Yoga Stuff

The Best (and Worst) Eco-Friendly Yoga Mats

A lot of students at Bloomington Power Yoga have been asking me to recommend a good yoga mat. I have some difficulty making a recommendation because it’s not exactly clear what makes for a good yoga mat. Probably the criteria will vary from person to person, but one thing that has come up a lot is that people want to practice on an eco-friendly mat. Those stinky, toxic, PVC-laden mats from the local sporting goods store are a big no-no for most serious yogis, so I’m going to restrict my recommendations here to eco-friendly mats.

Quite a few companies offer eco-friendly mats these days. I’ve practiced on a number of them over the years, and I thought I’d compile a review of all of the ones I’ve tried in one, easy-to-read guide. Of course, the views expressed here are just the opinion of one yogi, and my assessment should be taken with a grain of salt. I’ve also listed a few mats that I haven’t tried, but would like to.

I considered four different categories when reviewing the eco-friendly yoga mats: performance, durability, cost, and smell. Taking these factors into consideration, I then “ranked” the mats according to my own preference. Of course, the things I prefer in a mat may not be the same as what the next yogi prefers, so my recommendations should be taken in the appropriate light.

Performance: Eco mats can be soft or hard, slippery or sticky, rough or smooth, and all of these factors affect one’s practice. My personal preference is medium thickness, medium hardness, and slightly sticky and slightly rough. I practice vinyasa flow and ashtanga, so my preference is largely dictated by the unique demands of those style of yoga. People who practice other styles of yoga may have entirely different needs.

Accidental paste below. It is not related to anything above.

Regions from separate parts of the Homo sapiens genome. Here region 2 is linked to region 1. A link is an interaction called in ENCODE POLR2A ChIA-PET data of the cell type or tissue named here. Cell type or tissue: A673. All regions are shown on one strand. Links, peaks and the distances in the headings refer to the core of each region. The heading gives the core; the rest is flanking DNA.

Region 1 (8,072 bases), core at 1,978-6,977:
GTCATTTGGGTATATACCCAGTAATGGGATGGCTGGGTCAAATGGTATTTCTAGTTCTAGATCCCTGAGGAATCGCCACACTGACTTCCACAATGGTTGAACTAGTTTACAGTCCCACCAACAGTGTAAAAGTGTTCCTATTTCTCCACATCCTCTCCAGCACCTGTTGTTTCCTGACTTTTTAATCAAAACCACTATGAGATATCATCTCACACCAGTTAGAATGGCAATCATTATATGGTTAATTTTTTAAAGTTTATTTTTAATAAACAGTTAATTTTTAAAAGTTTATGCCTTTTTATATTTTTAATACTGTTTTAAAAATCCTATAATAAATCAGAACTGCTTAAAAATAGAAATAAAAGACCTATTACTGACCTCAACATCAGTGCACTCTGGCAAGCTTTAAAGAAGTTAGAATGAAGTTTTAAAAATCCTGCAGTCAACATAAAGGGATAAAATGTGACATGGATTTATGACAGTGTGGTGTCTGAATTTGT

Durability: A concern with eco mats is their durability. Because they are made from natural materials, not industrial strength plastics, they tend not to last as long as conventional mats.

Cost: Eco-friendly mats tend to be more expensive than conventional mats. But, I think, they are worth the extra money, both for the environment’s sake and for one’s own health (it’s probably not a great idea to be breathing fumes off plastic mats which are off-gassing who-knows-what).

Smell: Many eco mats smell. The smell is usually from the natural rubber, and it can often be so intense that it actually affects your practice.

1. (TIE) Manduka’s eKO Mat and Barefoot Yoga’s Original Eco Yoga Mat: I felt these two mats were the best, and roughly tied. The eKO Mat by Manduka has been my mat of choice for well over a year. It’s durable and quite sticky. The thickness is just right, and it is firm but not hard. Lately, though, I’ve been using the Original Eco Yoga Mat by Barefoot Yoga more than my eKO. It’s made from all-natural rubber and jute fiber. The surface is noticeably rough, but, for me, this is a good thing. The jute fibers provide a nice, natural solution to slippage, but they are not so rough as to cause discomfort. Both mats are highly durable and substantial enough for the most vigorous of practices. The pricetag on both mats is a little steep, but, when you take into account their excellent performance and durability, they are well worth the money. Finally, while both mats have a noticeable odor, especially when they are new, the smell wears off over time and becomes a non-issue pretty quickly.